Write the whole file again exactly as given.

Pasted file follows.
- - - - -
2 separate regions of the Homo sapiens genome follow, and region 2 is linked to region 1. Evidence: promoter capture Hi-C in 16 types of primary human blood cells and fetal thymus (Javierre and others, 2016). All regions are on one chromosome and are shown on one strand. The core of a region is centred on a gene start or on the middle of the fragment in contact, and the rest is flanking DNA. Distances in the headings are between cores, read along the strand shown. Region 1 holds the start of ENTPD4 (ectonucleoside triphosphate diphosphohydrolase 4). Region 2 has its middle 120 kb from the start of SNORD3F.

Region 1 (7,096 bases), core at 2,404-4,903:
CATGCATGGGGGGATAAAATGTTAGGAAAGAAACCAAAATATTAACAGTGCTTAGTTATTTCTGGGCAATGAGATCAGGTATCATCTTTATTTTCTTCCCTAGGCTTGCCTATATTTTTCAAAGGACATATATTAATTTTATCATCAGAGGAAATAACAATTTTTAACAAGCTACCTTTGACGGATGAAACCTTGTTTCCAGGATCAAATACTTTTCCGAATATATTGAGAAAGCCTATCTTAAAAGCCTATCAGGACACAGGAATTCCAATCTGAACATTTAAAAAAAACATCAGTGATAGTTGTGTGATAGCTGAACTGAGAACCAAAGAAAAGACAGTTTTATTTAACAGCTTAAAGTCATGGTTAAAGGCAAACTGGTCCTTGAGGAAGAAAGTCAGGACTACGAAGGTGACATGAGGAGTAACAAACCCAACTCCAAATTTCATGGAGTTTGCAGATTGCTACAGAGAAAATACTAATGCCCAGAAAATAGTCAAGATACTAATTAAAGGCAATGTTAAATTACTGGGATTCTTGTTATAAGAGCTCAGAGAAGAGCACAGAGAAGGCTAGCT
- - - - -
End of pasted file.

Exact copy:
2 separate regions of the Homo sapiens genome follow, and region 2 is linked to region 1. Evidence: promoter capture Hi-C in 16 types of primary human blood cells and fetal thymus (Javierre and others, 2016). All regions are on one chromosome and are shown on one strand. The core of a region is centred on a gene start or on the middle of the fragment in contact, and the rest is flanking DNA. Distances in the headings are between cores, read along the strand shown. Region 1 holds the start of ENTPD4 (ectonucleoside triphosphate diphosphohydrolase 4). Region 2 has its middle 120 kb from the start of SNORD3F.

Region 1 (7,096 bases), core at 2,404-4,903:
CATGCATGGGGGGATAAAATGTTAGGAAAGAAACCAAAATATTAACAGTGCTTAGTTATTTCTGGGCAATGAGATCAGGTATCATCTTTATTTTCTTCCCTAGGCTTGCCTATATTTTTCAAAGGACATATATTAATTTTATCATCAGAGGAAATAACAATTTTTAACAAGCTACCTTTGACGGATGAAACCTTGTTTCCAGGATCAAATACTTTTCCGAATATATTGAGAAAGCCTATCTTAAAAGCCTATCAGGACACAGGAATTCCAATCTGAACATTTAAAAAAAACATCAGTGATAGTTGTGTGATAGCTGAACTGAGAACCAAAGAAAAGACAGTTTTATTTAACAGCTTAAAGTCATGGTTAAAGGCAAACTGGTCCTTGAGGAAGAAAGTCAGGACTACGAAGGTGACATGAGGAGTAACAAACCCAACTCCAAATTTCATGGAGTTTGCAGATTGCTACAGAGAAAATACTAATGCCCAGAAAATAGTCAAGATACTAATTAAAGGCAATGTTAAATTACTGGGATTCTTGTTATAAGAGCTCAGAGAAGAGCACAGAGAAGGCTAGCT